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Police must investigate every theft

28/08/2023 – Police must investigate every theft and follow all reasonable leads to catch offenders, the home secretary has said – source: BBC

By Christy Cooney
BBC News
Police must investigate every theft and follow all reasonable leads to catch offenders, the home secretary has said.

Suella Braverman said it was “completely unacceptable” that criminals are often “effectively free to break certain laws”.

She wants officers to use evidence from smart doorbells and dashcams to solve more lower-level crimes.

But there are concerns the approach may take resources away from high-harm crimes such as rape and sexual assault.

And Labour branded it a “staggering admission of 13 years of Tory failure on policing and crime”.

Data shows that, in the year to March, just 4.4% of all theft offences resulted in someone being charged.

New guidance on investigating such crimes is to be issued to all forces in England and Wales.

It follows talks between the Home Office, the National Police Chiefs’ Council – which is made up of senior officers from around the country – and the College of Policing, the professional body for policing staff.

Ms Braverman told BBC Breakfast: “There is no such crime as minor crime – whether it’s phone theft, car theft, watch theft, whether it’s street-level drug-dealing or drug use, the police must now follow every reasonable line of inquiry.”

That means police must to follow up on evidence such as CCTV, doorbell videos or GPS tracking of phone location where there is a chance that a suspect may be identified, she said.

She said she had come across “far too many complaints” from people who had things stolen and “calling up the police only to be given a crime reference number for insurance purposes“.

Home Office figures show that, of all theft cases closed in the year to March 2023, the proportion closed because no suspect had been identified was 73.7%, the highest rate for any category of crime.

In the same year, only 3.9% of residential burglaries resulted in someone being charged. The equivalent figure for vehicle theft was 1.8%, while for thefts from the person it was just 0.9%.

The announcement is welcome news for 31-year-old Chris from Birmingham, who was able to track down his fiancée’s card transactions after his car was broken into and the card stolen – but was told by police there was little they could do.

I found out the exact time of this being used and also explained to the police that there were 15 cameras in the shop so the gentleman is caught on camera. Yet four weeks later nothing at all“, he said.

Shadow home secretary Yvette Cooper said police should be pursuing reasonable leads like CCTV anyway.

“The fact that the Tories are boasting about asking the police to do the basic minimum that victims of crime should rightly expect, whilst failing to tackle the underlying problems they have caused, shows how badly they have failed over the last 13 years,” she said.

In April, the government announced it had reached its target of recruiting an additional 20,000 more police officers in England and Wales, bringing the overall number of officers to 149,572.

But many of the new officers are replacing the approximately 20,000 who left between 2010 and 2019. The number of officers now is about 3,500 higher than it was in 2010, when the Tory-Lib Dem coalition government began cutting numbers, although the increase was not enough to make up for the growth in the population since then.

Concerns have been raised that the loss of high numbers of experienced officers between 2010 and 2019 could affect police performance.

Ms Braverman said England and Wales had a “record number of police officers ever in the history of policing” and: “It’s about ensuring that they are freed up from doing other time consuming tasks.”

Richard Garside, the director of the charity, Centre for Crime and Justice Studies, says, while the new policy sounds like a “no-brainer”, he is concerned that it will divert resources away from more violent crimes such as rape and sexual assault.

“We have a tsunami of male sexual violence towards women and girls as it is,” he says.

“If the police are being told to put even more resources into tackling, say, car and phone crime, that means there’s going to be less time and less focus on those really serious violent offences that, quite rightly, the public are concerned about.”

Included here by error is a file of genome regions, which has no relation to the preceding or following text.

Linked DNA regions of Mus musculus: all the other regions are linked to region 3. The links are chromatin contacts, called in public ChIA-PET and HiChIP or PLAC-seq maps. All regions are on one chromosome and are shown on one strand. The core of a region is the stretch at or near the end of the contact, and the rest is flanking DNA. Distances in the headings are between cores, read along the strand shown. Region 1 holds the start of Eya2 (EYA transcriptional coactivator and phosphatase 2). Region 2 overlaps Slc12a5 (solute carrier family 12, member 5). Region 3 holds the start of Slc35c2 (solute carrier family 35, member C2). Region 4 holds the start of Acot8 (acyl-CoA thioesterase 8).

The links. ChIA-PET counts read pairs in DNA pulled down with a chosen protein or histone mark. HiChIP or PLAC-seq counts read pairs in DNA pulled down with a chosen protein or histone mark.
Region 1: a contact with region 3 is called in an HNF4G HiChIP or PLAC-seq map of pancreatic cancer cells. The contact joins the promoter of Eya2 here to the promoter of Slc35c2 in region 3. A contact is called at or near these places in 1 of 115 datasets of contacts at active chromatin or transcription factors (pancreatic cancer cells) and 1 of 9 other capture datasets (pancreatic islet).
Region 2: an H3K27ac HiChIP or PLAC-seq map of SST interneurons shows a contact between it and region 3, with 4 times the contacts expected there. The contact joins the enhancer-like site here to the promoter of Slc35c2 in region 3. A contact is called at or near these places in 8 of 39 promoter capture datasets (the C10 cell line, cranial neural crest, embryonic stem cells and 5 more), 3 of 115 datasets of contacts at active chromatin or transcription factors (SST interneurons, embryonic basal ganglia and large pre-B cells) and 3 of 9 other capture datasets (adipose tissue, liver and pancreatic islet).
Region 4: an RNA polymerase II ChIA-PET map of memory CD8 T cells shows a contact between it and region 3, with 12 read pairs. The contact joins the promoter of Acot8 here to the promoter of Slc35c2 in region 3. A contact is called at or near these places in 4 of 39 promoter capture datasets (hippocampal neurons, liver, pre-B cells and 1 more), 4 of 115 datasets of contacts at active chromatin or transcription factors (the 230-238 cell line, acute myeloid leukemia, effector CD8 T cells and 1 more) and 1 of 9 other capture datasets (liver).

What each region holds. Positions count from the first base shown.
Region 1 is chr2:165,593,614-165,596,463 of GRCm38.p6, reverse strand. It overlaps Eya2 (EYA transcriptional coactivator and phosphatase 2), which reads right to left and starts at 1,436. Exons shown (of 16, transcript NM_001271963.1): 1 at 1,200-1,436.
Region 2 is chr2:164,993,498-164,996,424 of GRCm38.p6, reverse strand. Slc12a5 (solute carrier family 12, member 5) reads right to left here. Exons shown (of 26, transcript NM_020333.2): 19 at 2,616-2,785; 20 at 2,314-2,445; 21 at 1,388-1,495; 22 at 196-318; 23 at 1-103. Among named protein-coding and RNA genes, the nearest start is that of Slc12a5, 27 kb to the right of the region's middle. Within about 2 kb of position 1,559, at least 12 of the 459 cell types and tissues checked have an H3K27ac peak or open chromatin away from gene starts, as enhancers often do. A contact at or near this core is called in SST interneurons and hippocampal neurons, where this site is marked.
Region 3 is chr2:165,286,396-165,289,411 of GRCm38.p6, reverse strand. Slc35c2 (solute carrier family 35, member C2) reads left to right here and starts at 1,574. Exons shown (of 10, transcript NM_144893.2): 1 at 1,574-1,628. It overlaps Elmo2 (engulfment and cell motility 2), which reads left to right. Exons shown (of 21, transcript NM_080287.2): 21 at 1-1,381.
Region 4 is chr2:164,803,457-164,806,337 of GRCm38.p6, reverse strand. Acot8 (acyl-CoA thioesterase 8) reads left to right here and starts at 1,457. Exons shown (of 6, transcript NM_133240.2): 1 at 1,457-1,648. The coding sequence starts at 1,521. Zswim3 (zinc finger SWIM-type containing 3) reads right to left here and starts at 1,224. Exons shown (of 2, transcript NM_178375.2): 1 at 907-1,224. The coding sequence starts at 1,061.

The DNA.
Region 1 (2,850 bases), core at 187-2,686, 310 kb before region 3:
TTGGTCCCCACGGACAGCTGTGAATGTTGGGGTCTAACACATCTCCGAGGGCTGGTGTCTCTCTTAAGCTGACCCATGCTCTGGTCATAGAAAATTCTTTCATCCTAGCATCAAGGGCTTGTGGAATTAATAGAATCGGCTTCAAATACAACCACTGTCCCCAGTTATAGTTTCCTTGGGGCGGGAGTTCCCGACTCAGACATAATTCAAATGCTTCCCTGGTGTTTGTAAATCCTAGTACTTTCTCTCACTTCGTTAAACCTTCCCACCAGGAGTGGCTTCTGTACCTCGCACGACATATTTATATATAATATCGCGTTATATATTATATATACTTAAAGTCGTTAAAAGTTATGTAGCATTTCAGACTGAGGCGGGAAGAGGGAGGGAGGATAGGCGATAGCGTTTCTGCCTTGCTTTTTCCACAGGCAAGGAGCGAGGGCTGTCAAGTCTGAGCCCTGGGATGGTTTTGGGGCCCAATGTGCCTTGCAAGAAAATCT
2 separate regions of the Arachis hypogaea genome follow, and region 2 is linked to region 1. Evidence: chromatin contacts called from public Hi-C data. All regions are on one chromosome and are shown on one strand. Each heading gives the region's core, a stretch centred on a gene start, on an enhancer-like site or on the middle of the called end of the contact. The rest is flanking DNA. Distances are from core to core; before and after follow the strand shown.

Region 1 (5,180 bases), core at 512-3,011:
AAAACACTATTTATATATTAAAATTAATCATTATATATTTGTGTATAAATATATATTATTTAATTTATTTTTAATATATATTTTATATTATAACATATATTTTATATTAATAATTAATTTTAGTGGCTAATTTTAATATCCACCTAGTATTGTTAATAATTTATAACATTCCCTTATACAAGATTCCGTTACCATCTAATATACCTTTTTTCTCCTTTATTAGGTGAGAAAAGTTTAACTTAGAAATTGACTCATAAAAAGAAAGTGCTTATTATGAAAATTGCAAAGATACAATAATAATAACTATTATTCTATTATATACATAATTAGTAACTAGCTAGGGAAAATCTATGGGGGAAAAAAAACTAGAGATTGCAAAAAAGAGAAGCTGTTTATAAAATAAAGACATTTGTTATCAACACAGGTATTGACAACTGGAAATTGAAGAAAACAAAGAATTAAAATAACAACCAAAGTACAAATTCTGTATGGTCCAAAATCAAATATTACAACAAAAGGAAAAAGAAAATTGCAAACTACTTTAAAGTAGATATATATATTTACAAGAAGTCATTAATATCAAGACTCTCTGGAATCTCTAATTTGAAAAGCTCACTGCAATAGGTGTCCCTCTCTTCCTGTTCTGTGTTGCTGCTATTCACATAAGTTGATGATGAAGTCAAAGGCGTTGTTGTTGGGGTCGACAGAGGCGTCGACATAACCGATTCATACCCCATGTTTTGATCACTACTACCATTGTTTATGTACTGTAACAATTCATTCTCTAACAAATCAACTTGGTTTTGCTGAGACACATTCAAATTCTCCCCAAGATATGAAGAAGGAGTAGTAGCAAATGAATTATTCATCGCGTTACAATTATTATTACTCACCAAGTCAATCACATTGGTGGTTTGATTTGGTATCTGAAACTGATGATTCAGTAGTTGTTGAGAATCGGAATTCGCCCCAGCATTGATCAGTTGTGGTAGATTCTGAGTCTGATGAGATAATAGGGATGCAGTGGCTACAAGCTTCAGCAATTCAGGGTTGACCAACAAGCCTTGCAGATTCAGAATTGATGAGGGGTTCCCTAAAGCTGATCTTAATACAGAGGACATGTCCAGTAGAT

In London, data from the Met Police showed that last year that 250 mobiles phones were stolen a day, an average of one every six minutes.

Ms Braverman denied police resources would be diverted away from tackling serious and complex crime – and insisted they have the resources.

She told BBC Breakfast that police “have the numbers” – and “this is about ensuring that those resources are properly diverted to what I call common-sense policing – back to basics policing, that they don’t dismiss certain crimes as unimportant or minor.”

Meanwhile, Lisa Townsend, Surrey’s Police and Crime Commissioner, says the word “reasonable” is open to interpretation.

“What’s reasonable for one force won’t necessarily be reasonable for another, given the types of crime that they’re investigating. And it’s absolutely right that police will always base it on threat, harm and risk.

“But certainly in my own force, and other forces, there are times that we should be investigating further and it’s absolutely reasonable, and the public and the government are right to expect us to do so.”

29/08/2023 – Braverman ‘interfering with police independence’ after crime pledge – Guardian


The home secretary instructed forces to pursue all reasonable crime leads despite squeeze on funding

Police chiefs have suggested the home secretary is interfering with their operational independence by demanding forces pursue all reasonable crime leads at a time when their resources are being outstripped by a rise in offences.

The National Police Chiefs’ Council (NPCC) raised serious doubts about an initiative Suella Braverman used to launch the government’s crime week with insistence that there was “no such thing as minor crime”.

Braverman instructed forces to follow all evidence such as footage from CCTV, doorbells and dashcams, as well as phone data, to find a suspect or stolen property.

The NPCC responded to the plan in an open letter to Braverman, which pointedly began: “For decades, police forces have had a duty to pursue all reasonable leads of an alleged crime.”

On Monday, Braverman said forces had the resources to pursue all reasonable leads, and pointed to the government’s restoration of 20,000 officers that were cut between 2010 and 2018.

However, the letter by the NPCC chair, chief constable Gavin Stephens, suggested her plan was unrealistic given the squeeze on police funding at a time of rising crime.

“To see trust in police return to where it used to be, an effectively staffed and properly funded police service is essential,” the letter said.

Stephens said that 21 of the 43 forces in England and Wales “still have less officers than in 2010”. He added: “It is therefore right that police chiefs have operational independence and are responsible for making difficult decisions around how best to respond to the breadth of priorities of local communities.”